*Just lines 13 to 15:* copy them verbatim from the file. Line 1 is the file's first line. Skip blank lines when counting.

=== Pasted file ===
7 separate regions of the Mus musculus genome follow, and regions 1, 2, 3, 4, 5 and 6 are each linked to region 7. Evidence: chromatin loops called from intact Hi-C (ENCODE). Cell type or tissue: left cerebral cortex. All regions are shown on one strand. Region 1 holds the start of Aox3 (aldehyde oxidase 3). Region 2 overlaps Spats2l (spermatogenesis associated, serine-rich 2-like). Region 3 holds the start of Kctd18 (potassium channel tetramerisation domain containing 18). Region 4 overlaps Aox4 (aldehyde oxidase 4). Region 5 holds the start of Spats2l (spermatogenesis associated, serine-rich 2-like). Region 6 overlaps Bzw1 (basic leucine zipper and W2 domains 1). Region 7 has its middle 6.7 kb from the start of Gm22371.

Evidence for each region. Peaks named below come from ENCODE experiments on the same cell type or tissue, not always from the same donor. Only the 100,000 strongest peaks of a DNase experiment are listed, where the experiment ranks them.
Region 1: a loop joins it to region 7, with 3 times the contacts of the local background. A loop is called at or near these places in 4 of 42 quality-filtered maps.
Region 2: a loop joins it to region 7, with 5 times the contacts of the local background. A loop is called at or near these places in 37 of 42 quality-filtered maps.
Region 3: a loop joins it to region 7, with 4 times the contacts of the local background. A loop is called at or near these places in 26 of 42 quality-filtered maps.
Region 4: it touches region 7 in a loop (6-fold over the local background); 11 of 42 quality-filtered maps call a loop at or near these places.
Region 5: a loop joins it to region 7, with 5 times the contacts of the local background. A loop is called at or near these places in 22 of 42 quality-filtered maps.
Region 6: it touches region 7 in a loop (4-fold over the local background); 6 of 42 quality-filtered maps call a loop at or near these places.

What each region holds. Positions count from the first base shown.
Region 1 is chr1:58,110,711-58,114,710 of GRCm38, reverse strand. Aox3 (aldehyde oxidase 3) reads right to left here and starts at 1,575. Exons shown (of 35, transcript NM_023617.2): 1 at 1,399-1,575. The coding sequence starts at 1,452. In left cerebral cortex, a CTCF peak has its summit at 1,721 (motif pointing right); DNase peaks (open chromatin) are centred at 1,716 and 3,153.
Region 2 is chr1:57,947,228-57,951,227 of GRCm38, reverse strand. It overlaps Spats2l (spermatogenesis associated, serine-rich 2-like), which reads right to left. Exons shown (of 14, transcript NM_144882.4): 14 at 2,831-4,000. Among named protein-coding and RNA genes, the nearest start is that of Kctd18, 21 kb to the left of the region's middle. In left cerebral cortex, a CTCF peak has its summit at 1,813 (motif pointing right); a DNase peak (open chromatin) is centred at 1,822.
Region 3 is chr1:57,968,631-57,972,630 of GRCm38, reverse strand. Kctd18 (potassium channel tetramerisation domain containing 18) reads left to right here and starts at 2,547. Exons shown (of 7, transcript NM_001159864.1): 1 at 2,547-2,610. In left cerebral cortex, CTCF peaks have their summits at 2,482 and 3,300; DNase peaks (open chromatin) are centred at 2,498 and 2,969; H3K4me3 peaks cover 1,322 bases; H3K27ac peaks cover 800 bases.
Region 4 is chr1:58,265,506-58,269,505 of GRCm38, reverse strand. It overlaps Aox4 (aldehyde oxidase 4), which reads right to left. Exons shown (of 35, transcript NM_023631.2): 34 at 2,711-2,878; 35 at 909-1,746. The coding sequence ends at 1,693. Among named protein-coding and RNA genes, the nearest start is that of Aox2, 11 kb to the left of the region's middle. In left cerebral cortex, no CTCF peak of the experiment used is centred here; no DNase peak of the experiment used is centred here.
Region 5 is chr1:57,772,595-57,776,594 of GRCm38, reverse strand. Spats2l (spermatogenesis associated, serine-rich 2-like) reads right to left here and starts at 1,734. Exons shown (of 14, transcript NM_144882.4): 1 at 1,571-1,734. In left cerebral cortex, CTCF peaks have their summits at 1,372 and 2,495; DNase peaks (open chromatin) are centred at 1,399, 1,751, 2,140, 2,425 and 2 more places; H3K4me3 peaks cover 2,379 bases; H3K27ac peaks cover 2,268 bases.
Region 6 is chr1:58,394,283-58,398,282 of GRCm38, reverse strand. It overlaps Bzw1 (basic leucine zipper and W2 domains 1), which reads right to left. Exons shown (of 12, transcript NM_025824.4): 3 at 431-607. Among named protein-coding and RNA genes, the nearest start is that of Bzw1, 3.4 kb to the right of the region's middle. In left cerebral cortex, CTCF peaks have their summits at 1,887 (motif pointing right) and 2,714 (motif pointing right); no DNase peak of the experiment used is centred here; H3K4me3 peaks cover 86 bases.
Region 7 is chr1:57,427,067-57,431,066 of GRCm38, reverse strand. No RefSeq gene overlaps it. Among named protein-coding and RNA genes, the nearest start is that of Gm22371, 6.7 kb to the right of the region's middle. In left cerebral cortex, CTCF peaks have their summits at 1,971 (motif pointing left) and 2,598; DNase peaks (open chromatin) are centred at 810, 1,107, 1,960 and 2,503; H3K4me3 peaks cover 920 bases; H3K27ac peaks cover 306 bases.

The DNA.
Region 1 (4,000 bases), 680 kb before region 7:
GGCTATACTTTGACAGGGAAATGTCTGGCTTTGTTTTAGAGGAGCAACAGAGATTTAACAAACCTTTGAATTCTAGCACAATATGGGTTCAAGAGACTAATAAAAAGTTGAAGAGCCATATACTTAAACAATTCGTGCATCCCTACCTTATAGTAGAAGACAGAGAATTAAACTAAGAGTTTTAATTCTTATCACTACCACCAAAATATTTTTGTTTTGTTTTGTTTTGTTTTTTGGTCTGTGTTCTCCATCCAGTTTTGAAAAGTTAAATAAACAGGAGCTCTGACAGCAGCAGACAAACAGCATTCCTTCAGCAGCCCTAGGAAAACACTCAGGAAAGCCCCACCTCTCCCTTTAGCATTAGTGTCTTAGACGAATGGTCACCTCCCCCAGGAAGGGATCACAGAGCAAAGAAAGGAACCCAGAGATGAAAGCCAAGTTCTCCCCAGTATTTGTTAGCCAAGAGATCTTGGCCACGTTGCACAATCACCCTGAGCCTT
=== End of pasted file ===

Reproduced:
Region 4 is chr1:58,265,506-58,269,505 of GRCm38, reverse strand. It overlaps Aox4 (aldehyde oxidase 4), which reads right to left. Exons shown (of 35, transcript NM_023631.2): 34 at 2,711-2,878; 35 at 909-1,746. The coding sequence ends at 1,693. Among named protein-coding and RNA genes, the nearest start is that of Aox2, 11 kb to the left of the region's middle. In left cerebral cortex, no CTCF peak of the experiment used is centred here; no DNase peak of the experiment used is centred here.
Region 5 is chr1:57,772,595-57,776,594 of GRCm38, reverse strand. Spats2l (spermatogenesis associated, serine-rich 2-like) reads right to left here and starts at 1,734. Exons shown (of 14, transcript NM_144882.4): 1 at 1,571-1,734. In left cerebral cortex, CTCF peaks have their summits at 1,372 and 2,495; DNase peaks (open chromatin) are centred at 1,399, 1,751, 2,140, 2,425 and 2 more places; H3K4me3 peaks cover 2,379 bases; H3K27ac peaks cover 2,268 bases.
Region 6 is chr1:58,394,283-58,398,282 of GRCm38, reverse strand. It overlaps Bzw1 (basic leucine zipper and W2 domains 1), which reads right to left. Exons shown (of 12, transcript NM_025824.4): 3 at 431-607. Among named protein-coding and RNA genes, the nearest start is that of Bzw1, 3.4 kb to the right of the region's middle. In left cerebral cortex, CTCF peaks have their summits at 1,887 (motif pointing right) and 2,714 (motif pointing right); no DNase peak of the experiment used is centred here; H3K4me3 peaks cover 86 bases.